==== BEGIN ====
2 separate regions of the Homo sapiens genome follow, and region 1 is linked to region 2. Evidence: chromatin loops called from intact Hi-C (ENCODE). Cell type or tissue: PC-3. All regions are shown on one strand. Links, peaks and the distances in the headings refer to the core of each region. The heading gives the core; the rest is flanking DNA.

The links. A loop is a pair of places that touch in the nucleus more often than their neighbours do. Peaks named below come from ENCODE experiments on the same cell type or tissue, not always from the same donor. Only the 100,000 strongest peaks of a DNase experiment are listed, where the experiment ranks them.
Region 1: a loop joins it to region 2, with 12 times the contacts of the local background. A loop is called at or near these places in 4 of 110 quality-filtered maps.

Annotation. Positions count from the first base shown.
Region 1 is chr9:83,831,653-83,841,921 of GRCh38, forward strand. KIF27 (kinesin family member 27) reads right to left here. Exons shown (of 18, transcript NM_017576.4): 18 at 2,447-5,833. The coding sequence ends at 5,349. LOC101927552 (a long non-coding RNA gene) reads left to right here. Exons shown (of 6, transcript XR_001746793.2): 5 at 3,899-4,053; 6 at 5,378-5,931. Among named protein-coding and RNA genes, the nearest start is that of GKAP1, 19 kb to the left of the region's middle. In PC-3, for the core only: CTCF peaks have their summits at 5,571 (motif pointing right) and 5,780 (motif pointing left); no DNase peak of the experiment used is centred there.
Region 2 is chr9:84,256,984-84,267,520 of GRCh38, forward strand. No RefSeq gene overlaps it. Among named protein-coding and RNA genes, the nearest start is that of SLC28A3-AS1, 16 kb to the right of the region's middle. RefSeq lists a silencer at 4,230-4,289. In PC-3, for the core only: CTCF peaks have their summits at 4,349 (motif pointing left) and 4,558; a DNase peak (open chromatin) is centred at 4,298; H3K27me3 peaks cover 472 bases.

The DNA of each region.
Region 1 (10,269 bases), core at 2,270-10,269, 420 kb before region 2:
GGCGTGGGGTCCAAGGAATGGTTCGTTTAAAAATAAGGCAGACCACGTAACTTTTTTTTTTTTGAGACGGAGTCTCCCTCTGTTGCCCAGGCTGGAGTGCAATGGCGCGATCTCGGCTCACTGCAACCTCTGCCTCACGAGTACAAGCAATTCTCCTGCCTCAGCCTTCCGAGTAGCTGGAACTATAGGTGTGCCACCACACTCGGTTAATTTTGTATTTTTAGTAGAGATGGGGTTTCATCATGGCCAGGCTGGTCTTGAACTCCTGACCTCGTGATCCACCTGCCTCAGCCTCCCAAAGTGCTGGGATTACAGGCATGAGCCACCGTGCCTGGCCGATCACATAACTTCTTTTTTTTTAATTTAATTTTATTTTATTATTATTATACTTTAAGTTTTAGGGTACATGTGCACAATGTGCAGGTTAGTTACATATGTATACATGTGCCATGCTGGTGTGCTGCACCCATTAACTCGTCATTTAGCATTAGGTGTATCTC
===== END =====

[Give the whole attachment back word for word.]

2 separate regions of the Homo sapiens genome follow, and region 1 is linked to region 2. Evidence: chromatin loops called from intact Hi-C (ENCODE). Cell type or tissue: PC-3. All regions are shown on one strand. Links, peaks and the distances in the headings refer to the core of each region. The heading gives the core; the rest is flanking DNA.

The links. A loop is a pair of places that touch in the nucleus more often than their neighbours do. Peaks named below come from ENCODE experiments on the same cell type or tissue, not always from the same donor. Only the 100,000 strongest peaks of a DNase experiment are listed, where the experiment ranks them.
Region 1: a loop joins it to region 2, with 12 times the contacts of the local background. A loop is called at or near these places in 4 of 110 quality-filtered maps.

Annotation. Positions count from the first base shown.
Region 1 is chr9:83,831,653-83,841,921 of GRCh38, forward strand. KIF27 (kinesin family member 27) reads right to left here. Exons shown (of 18, transcript NM_017576.4): 18 at 2,447-5,833. The coding sequence ends at 5,349. LOC101927552 (a long non-coding RNA gene) reads left to right here. Exons shown (of 6, transcript XR_001746793.2): 5 at 3,899-4,053; 6 at 5,378-5,931. Among named protein-coding and RNA genes, the nearest start is that of GKAP1, 19 kb to the left of the region's middle. In PC-3, for the core only: CTCF peaks have their summits at 5,571 (motif pointing right) and 5,780 (motif pointing left); no DNase peak of the experiment used is centred there.
Region 2 is chr9:84,256,984-84,267,520 of GRCh38, forward strand. No RefSeq gene overlaps it. Among named protein-coding and RNA genes, the nearest start is that of SLC28A3-AS1, 16 kb to the right of the region's middle. RefSeq lists a silencer at 4,230-4,289. In PC-3, for the core only: CTCF peaks have their summits at 4,349 (motif pointing left) and 4,558; a DNase peak (open chromatin) is centred at 4,298; H3K27me3 peaks cover 472 bases.

The DNA of each region.
Region 1 (10,269 bases), core at 2,270-10,269, 420 kb before region 2:
GGCGTGGGGTCCAAGGAATGGTTCGTTTAAAAATAAGGCAGACCACGTAACTTTTTTTTTTTTGAGACGGAGTCTCCCTCTGTTGCCCAGGCTGGAGTGCAATGGCGCGATCTCGGCTCACTGCAACCTCTGCCTCACGAGTACAAGCAATTCTCCTGCCTCAGCCTTCCGAGTAGCTGGAACTATAGGTGTGCCACCACACTCGGTTAATTTTGTATTTTTAGTAGAGATGGGGTTTCATCATGGCCAGGCTGGTCTTGAACTCCTGACCTCGTGATCCACCTGCCTCAGCCTCCCAAAGTGCTGGGATTACAGGCATGAGCCACCGTGCCTGGCCGATCACATAACTTCTTTTTTTTTAATTTAATTTTATTTTATTATTATTATACTTTAAGTTTTAGGGTACATGTGCACAATGTGCAGGTTAGTTACATATGTATACATGTGCCATGCTGGTGTGCTGCACCCATTAACTCGTCATTTAGCATTAGGTGTATCTC